I mean, I’m not turning 36 this year. Ross is waaayyy older than me (like 11 months, 11ish days older), however it did make me think…

 
“Ugh. When did I (we) get old…ish?!!?” 
I realized then that this is the exact reason I am having more problems now than I did in the past with overcoming the foot issues. I am in fact old….ish….and can no longer just, “Run through it” like I did before kids and time took their toll on my body.
So what can I do? 
And no the answer is not,  “Stop Running.” You might as well tell me to stop breathing, crawl in a hole, and live a life as a sad, sad troll.
Okay, that’s a little dramatic, but you get the point.
Running is my happy place. 

Outside of seeking professional medical advice (of course you should if you feel you are at this point) I do have a few tips and tricks which are helping me get back to pain-free running while adding mileage.

Yeah, what Jerry said…


Disclaimer – I’m NOT a doctor, physical therapist, chiropractor, personal trainer. etc.

I’m just a girl, writing a blog, asking people to love her…or really learn from her bad decisions in this case.

Footwear
My first stop was to consider where I was at mileage-wise in my shoes. I knew I was a bit overdue for a new pair of training shoes as you should be changing out your shoes every 300-500 miles dependent on the surface you train on and the wear you are seeing. (But also remember, the insole of the shoe/cushioning deteriorates too. Don’t just judge your shoes off the rubber bottoms).

Also, I had my absolute favorite pair and realized I wasn’t rotating them out like I should between runs. If you’re going out every day, make sure you are giving each pair a day to reset. Have at least 2 good pairs for shoes at all times.

So here, I changed out shoes and also changed the style, selecting a shoe with a bit more stability.
I HIGHLY recommend going to a running shoe store like Runaway Shoes and at least having them assess the type of shoe you should wear. Seriously, it’s worth your time and $$ to go in and try things on rather than just ordering online and praying.

Consider Your Running Surface
For me, I found that the gradation of the rural roads where I live have been having a major impact on which foot is doing much of the work. For safety reasons, I run against traffic, (AS SHOULD YOU AND ALSO WEAR REFLECTIVE GEAR!!! – my pet peeve as a runner…having to explain to people that we aren’t all douche noodles running 3 wide down the middle of the road in the dark in all black with no lights or reflection….you know who you are….but moving on….) and one foot is always taking the brunt of the problem.

I switch things up now, doing a few runs on the treadmill, and my long runs I take to the city trails. (East River Trail is still my favorite, even if the Fox River Trail has an ice cream shop on it. Mmmm….ice cream…..maybe I can be persuaded….)

Off Days & Changeups
At one point in my life, I would run 6 or more miles every day. EVERY. DAY. Maybe you do this, and if so, I’m happy you can. But for me, I have found as I get older, I really REALLY need my day off of all activities (rest day), and I need my cross-training days to work those specific muscle groups that I’m not directly hitting when running.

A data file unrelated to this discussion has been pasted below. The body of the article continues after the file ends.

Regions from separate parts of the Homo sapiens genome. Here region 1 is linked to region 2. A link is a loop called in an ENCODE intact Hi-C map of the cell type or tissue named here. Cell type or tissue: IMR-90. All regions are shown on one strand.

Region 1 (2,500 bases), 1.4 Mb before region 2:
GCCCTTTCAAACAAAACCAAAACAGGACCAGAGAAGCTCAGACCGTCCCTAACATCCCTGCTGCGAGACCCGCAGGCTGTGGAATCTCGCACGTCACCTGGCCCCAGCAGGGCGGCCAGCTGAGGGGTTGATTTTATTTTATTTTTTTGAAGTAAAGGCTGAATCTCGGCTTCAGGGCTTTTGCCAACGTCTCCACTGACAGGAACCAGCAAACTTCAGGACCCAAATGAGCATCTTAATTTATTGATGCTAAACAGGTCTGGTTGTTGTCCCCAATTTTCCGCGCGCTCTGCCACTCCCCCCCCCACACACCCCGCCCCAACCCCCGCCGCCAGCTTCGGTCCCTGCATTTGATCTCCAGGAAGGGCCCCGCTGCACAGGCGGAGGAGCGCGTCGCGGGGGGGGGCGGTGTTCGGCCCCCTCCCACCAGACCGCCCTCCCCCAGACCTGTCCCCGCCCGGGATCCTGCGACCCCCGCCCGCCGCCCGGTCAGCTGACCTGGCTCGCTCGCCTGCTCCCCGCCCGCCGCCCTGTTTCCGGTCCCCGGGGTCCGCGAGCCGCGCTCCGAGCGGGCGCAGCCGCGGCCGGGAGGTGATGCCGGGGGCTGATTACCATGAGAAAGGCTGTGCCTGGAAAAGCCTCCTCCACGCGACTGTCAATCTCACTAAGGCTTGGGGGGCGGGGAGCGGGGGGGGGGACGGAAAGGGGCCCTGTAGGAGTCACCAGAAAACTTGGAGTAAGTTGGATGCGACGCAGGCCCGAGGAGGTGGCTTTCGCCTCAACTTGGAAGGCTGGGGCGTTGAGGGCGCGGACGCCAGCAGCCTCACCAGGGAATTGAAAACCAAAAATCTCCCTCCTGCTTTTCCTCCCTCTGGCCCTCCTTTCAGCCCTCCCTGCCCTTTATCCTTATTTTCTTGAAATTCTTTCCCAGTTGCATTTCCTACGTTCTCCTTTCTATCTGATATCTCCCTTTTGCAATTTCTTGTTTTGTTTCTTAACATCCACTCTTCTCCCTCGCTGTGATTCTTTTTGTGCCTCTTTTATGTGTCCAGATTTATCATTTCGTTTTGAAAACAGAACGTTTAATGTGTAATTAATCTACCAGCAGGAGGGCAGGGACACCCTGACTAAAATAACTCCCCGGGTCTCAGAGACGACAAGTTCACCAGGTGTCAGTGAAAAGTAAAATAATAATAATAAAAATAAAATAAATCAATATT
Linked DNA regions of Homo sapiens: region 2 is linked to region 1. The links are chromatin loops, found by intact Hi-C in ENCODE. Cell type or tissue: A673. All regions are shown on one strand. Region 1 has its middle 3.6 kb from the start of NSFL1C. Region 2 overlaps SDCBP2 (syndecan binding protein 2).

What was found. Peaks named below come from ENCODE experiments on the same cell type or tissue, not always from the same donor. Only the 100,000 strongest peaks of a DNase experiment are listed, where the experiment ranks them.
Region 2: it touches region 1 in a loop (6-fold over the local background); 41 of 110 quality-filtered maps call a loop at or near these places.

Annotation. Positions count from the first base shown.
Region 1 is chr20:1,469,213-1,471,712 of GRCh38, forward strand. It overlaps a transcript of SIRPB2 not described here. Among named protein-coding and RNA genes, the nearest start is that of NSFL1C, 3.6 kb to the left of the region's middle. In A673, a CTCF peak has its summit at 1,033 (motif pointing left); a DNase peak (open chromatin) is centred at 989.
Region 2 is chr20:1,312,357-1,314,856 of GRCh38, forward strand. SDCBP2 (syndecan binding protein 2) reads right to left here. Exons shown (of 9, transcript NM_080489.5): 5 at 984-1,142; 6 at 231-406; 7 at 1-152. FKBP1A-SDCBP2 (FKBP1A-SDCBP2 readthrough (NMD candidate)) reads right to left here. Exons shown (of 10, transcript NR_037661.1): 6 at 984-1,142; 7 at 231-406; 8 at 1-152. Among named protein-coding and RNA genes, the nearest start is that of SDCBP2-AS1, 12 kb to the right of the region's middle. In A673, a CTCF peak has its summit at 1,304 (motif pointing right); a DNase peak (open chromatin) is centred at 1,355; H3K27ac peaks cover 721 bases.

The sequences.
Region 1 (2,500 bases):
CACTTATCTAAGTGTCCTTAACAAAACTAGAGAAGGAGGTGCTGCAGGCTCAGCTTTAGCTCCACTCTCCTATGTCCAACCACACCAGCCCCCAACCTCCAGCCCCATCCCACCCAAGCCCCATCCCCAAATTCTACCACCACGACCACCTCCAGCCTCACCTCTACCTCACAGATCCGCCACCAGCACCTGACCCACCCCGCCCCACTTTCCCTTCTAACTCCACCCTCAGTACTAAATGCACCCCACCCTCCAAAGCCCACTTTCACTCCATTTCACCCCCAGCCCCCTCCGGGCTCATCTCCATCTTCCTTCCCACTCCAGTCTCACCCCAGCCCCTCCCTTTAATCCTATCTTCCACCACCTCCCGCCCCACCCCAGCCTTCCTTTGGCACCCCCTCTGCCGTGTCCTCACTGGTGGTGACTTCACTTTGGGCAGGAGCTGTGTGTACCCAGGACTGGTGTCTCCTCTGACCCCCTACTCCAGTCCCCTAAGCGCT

I have always lifted and cross-trained as I do enjoy kickboxing and in turn showing off my lack of coordination. But I felt I could really benefit by challenging myself.

 
Enter TRX. 

At first, I was pretty sure the X is for “X-tremely painful”, or “X-tremely incapable of walking the next day”. But now in week 4, I see how much of a difference in my core and lower body strength this class is making. My running posture is stronger which helps to ensure I am running/landing properly and thus avoiding further injury.

Warmups & Cool Downs
Truth. I am TERRIBLE at this part of my workout. Why?
In one word: Kids. In two words: Mom Guilt

Not something I feel Mom Guilt about
Sorry, not sorry.

I have a time limit to all my workouts. Sometimes out of necessity (how long can I really run for before my child attempts to bail from the stroller at a high speed).

But at all times, it’s out of guilt. 

If I get a long run in, or I get a day where I’m doing a mid-run and strength/cork work, I feel so bad about how long I’ve made my child(ren) sit at the sitter or at the gym childcare, I rush the rest. I rush the most important part of my entire workout because in my mind,  I see stretching and warmup as “wasting” my preset workout time.

I know some of you feel me on this. And if not from kids, it’s because we keep ourselves so busy all the time, rushing place to place that we’re always on a time crunch. (Don’t even get me started on our work ethics in this country; specifically maternity leave laws…)

I don’t have a magic answer around this area of my training yet. BUT I have been making sure to get a warmup in (even just a 1/4 mile walk/stretch before running) and then stretching at home with my little one post-workout. I also am trying to take one cross-training day each week and make it a yoga day or stretching day in general.

(Side note: Look to future weeks for a blog all about this topic of mom guilt…)

Ask Your Runner Friends (aka “The Experts”) For Help 
This last week, I was talking to my running buddy Uncle Jan during one of our usual Sunday morning after church “What mileage are you at? How is training going?” chats. I told him about my foot issues, and he showed me a lacing technique to add stability to my shoe.